Tuesday, June 12, 2012

Fido’s Footprint

Anyone who’s been to the greenmomster’s home knows that we’re dog people.  When you’re visiting, the dogs will greet you, and you will probably share the couch with a dog or two.  The dogs “own” a specific section of the backyard, and we know all the otherDSC_0018 dog owners in the neighborhood by their dogs’ names.  We love our pups!  According to the Humane Society of the U.S., approximately 39% of American households have at least one dog, leading to 78.2 million dogs owned as pets in the U.S.  Up until recently, when we’ve had to put two of our beloved dogs to sleep, our household was one of the 12% of dog owning households with three or more dogs.  Now we’re graced with just two pooches, putting us in the 28% of dog owners with two dogs – still on the wagging tail of that bell curve.

We know that people have “environmental footprints” (the impact of our daily living on various aspects of the environment), but what about Fido’s footprint?  How do our dogs affect the environment and how can we decrease their impact on the environment?  In the book, Time to Eat the Dog, A Real Guide to Sustainable Living by Thames and Hudson (full disclosure, I have not read this book), the authors have been reported to claim that a pet dog’s carbon footprint is double that of an SUV, because dogs are carnivores.  Remember, we know from earlier posts that eating high on the food chain does, in fact, lead to higher CO2 emissions, because of the way our food is produced.   That said, the statement about Fido’s footprint being greater than an SUV has led to a lively discussion on the internet.  An article in the Daily Green disputed this conclusion on both qualitative and quantitative grounds.  The Daily Green writers claim that the actual calculation of the amount of food eaten by an average dog is off by about double, and they state that because dog food is actually made up of scraps and byproducts of the meat industry, the impact of their carnivorous diet is lower than calculated.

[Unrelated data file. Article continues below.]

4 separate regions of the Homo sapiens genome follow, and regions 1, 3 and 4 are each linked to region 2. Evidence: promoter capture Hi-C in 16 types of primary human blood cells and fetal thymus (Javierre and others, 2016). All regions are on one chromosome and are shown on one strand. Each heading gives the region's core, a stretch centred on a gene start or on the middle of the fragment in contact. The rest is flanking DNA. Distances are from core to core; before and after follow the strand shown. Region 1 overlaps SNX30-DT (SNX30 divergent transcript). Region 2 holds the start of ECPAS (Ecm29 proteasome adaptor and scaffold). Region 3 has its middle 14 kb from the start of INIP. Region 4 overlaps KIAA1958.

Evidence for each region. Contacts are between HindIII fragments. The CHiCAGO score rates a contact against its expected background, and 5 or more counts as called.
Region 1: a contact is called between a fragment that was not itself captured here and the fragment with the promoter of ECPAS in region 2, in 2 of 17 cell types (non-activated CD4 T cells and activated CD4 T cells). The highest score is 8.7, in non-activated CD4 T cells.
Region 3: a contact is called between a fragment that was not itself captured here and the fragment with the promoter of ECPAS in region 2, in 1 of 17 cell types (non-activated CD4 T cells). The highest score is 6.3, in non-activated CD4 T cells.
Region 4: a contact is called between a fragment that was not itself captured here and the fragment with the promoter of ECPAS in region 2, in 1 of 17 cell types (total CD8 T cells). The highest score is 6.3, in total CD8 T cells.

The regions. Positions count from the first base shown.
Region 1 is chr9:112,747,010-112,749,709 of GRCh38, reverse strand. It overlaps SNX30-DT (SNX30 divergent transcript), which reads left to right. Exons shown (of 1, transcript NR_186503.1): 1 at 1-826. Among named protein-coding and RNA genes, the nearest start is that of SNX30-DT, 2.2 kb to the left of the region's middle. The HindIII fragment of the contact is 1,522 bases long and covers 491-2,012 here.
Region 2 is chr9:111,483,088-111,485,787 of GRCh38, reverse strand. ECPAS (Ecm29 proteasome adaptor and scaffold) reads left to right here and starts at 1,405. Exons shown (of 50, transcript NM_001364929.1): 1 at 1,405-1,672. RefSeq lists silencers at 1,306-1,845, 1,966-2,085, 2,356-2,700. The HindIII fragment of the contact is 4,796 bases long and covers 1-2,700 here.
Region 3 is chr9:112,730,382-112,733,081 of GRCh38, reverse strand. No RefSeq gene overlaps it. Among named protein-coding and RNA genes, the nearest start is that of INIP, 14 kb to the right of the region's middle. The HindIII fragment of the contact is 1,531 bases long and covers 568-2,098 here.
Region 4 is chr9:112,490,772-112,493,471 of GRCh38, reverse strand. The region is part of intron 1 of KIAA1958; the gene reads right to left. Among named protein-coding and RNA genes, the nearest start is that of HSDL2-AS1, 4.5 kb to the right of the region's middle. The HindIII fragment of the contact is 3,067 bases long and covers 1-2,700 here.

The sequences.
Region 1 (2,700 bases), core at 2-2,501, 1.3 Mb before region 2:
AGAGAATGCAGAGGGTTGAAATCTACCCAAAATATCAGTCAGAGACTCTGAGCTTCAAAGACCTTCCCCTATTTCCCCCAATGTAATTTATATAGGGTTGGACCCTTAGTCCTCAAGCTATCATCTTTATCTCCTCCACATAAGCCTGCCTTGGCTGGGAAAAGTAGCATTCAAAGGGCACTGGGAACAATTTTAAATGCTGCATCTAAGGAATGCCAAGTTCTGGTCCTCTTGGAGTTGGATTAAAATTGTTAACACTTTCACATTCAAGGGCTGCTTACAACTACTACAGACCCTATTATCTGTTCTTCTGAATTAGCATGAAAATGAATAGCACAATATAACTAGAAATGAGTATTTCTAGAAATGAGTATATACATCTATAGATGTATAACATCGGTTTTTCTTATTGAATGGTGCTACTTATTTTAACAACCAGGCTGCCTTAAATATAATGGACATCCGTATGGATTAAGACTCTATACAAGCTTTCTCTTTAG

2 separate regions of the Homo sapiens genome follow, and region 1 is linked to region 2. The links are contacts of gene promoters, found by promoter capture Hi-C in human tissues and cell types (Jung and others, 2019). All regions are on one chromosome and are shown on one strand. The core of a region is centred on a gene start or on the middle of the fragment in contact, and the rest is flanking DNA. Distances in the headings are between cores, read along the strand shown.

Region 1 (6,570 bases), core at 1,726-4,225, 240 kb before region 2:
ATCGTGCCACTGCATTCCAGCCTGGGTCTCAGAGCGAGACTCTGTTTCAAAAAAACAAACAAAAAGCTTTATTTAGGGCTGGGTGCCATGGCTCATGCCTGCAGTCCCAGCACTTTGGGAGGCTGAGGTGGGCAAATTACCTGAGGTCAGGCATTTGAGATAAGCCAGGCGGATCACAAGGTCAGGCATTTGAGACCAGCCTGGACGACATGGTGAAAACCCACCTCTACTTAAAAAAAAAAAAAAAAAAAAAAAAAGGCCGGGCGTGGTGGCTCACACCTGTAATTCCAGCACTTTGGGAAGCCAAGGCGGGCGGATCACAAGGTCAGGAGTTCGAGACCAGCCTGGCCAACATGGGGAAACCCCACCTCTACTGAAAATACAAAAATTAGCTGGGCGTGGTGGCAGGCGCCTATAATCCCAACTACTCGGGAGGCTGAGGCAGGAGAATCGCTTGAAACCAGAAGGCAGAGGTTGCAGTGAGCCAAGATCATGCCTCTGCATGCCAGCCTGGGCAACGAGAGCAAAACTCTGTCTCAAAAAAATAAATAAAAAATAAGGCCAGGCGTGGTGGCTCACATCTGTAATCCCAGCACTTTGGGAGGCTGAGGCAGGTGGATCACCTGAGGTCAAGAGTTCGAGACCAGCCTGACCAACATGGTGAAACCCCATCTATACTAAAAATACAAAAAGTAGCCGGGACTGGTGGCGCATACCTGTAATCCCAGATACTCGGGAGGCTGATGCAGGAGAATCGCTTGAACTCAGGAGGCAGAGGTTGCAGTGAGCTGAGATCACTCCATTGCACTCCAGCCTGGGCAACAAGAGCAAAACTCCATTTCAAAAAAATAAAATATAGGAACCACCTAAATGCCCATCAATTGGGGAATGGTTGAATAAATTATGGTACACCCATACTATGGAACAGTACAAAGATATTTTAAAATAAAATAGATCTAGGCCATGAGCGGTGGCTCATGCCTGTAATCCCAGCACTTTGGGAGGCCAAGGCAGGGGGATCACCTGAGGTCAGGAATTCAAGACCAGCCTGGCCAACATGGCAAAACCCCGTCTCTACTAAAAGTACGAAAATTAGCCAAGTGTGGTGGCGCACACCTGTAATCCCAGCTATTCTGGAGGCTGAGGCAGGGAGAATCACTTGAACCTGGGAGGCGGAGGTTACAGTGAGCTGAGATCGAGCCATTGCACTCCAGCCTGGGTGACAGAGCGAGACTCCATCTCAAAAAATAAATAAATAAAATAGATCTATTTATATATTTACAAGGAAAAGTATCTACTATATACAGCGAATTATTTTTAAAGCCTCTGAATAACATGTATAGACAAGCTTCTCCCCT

Regardless of the actual numbers, since dogs are carnivores they’re going to have an impact on the environment based on their diets.  What about other impacts?  Dog waste is often cited as a source of nutrient runoff to lakes and streams (10,000,000 tons of poop annually as estimated by webvet.com), and wrapping dog waste in non-biodegradable plastic bags just adds to the waste problem.  In order to keep our dogs free of fleas and ticks, we often use chemicals to kill the insects – how should we dispose of these products and are there any environmentally friendly alternatives? 

Since I don’t know of anyone willing to get rid of his or her dogs for the sake of sustainability, here are a few tips for making Fido’s footprint a little smaller:

  • Natural and organic pet foods decrease environmental impacts in the same way that organic human foods do – check out treehugger’s list of 10 Natural and Organic Pet Foods.  Our dogs really like the California Naturals brand of dog food.
  • Always pick up pet waste and put it in a biodegradable bag
  • Spay or neuter your dog to avoid unwanted offspring (according to the Humane Society, 4 million unwanted cats and dogs are euthanized annually)
  • Instead of plastic toys, try hemp toys.
  • I’ve never had an excess of flea or tick products (the containers are so small, we don’t have leftovers), but if you do, dispose of all flea and tick products properly.  Check with your local wastewater treatment plant for instructions on disposal. 
  • Always recycle empty dog food cans or other pet food containers.
  • Try to use veterinarians, dog parks, groomers, and pet stores within walking distance – take Fido for a walk and get your errands done without any fossil fuel emissions!
  • Use eco-friendly cleaning supplies.  As stated in campingroadtrip.com, “The phosphates used in cleaning products such as stain removers and other products are harmful to our environment and health. High phosphate levels can kill life in our rivers, lakes, and streams. This is a real concern and efforts have been made to curb phosphate use. Next time your animal has an accident on the carpet or floor, you might think twice about traditional cleaners.”  Many natural and enzymatic cleaners exist today and they work well – trust me, I had four dogs Smile

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